Working as a newspaper reporter was a dream job for Rochelle Gilken, but that changed as the years passed and the industry shifted gears. "The pay left a lot to be desired, and the stress - oh boy! I have two kids, and I have to say that I couldn't balance home and work and be happy due to the stress," says Gilken, who spent six years as a crime reporter for the Palm Beach Post.
PHOTO GALLERY: The 10 Worst Jobs in America
Of course, low pay and high stress are part of a reporter's job description, but other changes led to Gilken's decision to change industries. "I had aspirations to get bigger and better newspaper jobs, but the opportunity to climb the ladder disappeared as newspapers cut back, which was very discouraging," says Gilken. "I always wanted to travel to cover the big stories, like the Olympics, but the money to allow for that just wasn't there and wasn't coming back," she says.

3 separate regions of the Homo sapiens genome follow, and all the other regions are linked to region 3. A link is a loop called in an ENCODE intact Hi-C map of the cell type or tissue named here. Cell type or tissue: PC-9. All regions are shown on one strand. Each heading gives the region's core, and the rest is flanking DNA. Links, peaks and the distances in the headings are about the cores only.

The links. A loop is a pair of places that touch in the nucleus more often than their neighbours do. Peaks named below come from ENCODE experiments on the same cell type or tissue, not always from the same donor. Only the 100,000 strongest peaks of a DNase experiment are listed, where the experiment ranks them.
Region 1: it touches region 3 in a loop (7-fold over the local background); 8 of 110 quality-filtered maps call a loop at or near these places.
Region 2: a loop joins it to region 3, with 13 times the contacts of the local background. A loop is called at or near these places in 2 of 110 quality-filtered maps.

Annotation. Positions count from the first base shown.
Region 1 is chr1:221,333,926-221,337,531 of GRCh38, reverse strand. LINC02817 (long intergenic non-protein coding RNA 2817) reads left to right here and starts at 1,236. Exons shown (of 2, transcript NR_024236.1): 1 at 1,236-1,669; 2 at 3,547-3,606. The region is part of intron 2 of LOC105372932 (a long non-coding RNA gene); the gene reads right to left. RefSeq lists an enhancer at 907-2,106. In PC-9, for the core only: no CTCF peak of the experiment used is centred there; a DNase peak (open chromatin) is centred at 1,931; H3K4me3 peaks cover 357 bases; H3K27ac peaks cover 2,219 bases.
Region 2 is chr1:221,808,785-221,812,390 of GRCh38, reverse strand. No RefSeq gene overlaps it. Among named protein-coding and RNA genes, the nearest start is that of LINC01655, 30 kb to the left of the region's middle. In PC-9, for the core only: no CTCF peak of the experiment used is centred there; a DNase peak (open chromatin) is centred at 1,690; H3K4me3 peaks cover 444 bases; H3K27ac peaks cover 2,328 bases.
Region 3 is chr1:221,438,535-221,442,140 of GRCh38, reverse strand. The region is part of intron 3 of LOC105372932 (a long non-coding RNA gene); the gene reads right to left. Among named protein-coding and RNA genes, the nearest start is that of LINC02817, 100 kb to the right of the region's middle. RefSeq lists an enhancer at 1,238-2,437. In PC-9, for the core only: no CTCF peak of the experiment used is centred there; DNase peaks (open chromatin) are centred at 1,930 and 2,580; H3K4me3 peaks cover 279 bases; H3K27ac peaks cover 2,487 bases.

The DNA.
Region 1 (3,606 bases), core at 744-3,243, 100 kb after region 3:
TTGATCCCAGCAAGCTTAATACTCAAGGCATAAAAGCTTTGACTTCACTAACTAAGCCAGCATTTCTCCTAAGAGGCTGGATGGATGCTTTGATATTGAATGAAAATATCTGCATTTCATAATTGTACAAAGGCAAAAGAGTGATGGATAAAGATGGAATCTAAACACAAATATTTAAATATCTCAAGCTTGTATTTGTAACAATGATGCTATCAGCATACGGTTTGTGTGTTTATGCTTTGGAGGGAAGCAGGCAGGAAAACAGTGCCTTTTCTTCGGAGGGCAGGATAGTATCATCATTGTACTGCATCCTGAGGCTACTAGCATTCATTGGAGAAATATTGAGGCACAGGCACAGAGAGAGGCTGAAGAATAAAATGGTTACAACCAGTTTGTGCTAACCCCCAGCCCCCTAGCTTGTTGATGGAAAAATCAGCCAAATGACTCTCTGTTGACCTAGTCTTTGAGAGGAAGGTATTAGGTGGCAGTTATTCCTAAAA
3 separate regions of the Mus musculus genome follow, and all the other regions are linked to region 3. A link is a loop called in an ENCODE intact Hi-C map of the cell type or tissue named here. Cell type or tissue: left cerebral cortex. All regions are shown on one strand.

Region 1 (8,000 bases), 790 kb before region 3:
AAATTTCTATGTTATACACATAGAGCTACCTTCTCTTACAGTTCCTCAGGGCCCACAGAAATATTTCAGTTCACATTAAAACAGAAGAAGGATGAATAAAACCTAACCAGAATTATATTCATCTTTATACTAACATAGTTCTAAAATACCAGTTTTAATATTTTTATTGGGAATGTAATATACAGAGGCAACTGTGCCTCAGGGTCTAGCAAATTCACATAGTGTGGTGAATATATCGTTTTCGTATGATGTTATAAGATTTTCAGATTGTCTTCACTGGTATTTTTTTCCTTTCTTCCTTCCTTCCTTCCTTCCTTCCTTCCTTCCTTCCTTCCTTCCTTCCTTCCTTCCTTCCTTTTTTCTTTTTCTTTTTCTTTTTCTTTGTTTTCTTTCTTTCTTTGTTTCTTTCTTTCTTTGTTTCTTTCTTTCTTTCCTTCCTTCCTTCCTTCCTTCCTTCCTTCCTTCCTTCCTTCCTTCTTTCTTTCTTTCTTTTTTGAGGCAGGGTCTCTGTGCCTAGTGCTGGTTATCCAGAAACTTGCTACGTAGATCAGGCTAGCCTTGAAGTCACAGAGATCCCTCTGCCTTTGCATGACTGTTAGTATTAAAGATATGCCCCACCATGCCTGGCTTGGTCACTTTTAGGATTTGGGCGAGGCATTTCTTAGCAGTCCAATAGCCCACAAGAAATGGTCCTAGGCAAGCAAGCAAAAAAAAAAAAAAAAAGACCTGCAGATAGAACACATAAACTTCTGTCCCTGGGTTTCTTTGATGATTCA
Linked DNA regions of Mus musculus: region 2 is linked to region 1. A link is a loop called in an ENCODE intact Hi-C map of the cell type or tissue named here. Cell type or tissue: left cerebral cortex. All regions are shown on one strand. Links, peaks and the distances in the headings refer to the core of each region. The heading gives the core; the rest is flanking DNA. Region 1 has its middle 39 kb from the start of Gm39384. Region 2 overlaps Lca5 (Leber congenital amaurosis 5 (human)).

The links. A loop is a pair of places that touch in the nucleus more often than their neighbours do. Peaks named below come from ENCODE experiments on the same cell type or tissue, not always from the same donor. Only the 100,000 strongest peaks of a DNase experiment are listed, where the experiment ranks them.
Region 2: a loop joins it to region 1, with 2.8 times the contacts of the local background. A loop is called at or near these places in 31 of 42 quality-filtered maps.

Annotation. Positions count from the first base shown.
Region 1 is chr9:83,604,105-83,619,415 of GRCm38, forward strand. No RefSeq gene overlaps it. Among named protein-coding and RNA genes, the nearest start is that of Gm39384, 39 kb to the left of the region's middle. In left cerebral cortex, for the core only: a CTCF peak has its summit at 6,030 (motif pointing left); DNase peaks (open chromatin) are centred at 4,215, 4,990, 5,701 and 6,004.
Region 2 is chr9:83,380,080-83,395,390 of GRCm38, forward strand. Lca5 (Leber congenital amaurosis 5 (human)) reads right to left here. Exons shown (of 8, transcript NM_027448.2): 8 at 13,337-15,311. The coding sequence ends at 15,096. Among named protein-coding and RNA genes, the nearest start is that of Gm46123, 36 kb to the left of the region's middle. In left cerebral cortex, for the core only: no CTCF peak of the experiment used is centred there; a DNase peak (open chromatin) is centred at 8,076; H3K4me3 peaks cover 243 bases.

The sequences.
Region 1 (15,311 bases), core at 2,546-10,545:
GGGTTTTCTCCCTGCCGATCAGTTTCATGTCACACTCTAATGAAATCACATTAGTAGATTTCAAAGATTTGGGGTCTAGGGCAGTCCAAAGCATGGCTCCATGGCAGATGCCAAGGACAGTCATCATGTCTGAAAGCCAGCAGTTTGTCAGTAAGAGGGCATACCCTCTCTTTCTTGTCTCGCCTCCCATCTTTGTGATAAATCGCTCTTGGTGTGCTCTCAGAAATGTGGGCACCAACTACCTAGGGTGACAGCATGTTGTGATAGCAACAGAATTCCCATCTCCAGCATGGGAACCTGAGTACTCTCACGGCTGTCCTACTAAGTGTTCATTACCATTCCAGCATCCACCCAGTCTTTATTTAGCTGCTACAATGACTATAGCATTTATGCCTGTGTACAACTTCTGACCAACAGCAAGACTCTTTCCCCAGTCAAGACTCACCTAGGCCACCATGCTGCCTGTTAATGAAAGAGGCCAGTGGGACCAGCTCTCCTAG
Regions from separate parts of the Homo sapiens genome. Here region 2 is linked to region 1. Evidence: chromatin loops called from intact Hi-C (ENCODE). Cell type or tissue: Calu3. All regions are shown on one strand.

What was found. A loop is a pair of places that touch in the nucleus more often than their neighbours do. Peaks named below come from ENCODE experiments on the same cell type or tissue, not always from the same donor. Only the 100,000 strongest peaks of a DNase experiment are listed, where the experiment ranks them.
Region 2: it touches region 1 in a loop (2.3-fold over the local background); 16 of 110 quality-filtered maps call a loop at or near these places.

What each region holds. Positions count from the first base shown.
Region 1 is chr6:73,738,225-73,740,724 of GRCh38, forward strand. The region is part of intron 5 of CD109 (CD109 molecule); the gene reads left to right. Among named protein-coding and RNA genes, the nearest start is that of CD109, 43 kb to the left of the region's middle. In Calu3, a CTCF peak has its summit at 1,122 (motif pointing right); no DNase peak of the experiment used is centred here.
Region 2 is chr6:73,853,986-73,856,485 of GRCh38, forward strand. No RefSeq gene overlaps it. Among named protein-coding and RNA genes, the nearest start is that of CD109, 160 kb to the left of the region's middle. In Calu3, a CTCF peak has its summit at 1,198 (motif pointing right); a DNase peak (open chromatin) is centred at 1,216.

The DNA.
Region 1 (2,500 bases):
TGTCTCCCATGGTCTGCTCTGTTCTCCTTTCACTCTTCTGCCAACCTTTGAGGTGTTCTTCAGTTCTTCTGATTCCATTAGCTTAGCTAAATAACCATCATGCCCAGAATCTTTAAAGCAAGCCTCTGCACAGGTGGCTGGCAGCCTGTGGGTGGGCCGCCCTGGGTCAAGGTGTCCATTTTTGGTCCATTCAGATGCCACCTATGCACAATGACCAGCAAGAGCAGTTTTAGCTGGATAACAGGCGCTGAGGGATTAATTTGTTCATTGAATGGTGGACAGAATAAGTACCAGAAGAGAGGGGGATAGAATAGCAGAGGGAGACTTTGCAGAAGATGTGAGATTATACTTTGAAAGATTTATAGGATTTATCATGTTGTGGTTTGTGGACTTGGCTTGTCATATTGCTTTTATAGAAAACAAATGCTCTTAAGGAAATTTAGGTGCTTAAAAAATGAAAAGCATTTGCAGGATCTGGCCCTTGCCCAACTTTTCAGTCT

Ever-shrinking newsrooms, dwindling budgets and competition from Internet businesses have created very difficult conditions for newspaper reporters, which has been ranked as this year's worst job, according to the CareerCast.com Jobs Rated report.
Consumers can access online news outlets almost anywhere thanks to technological advancements, which are threatening the existence of traditional print newspapers. As a result, the number of reporter jobs is projected to fall 6 percent by 2020, according to the U.S. Bureau of Labor Statistics (BLS), while average pay is expected to continue its decline.
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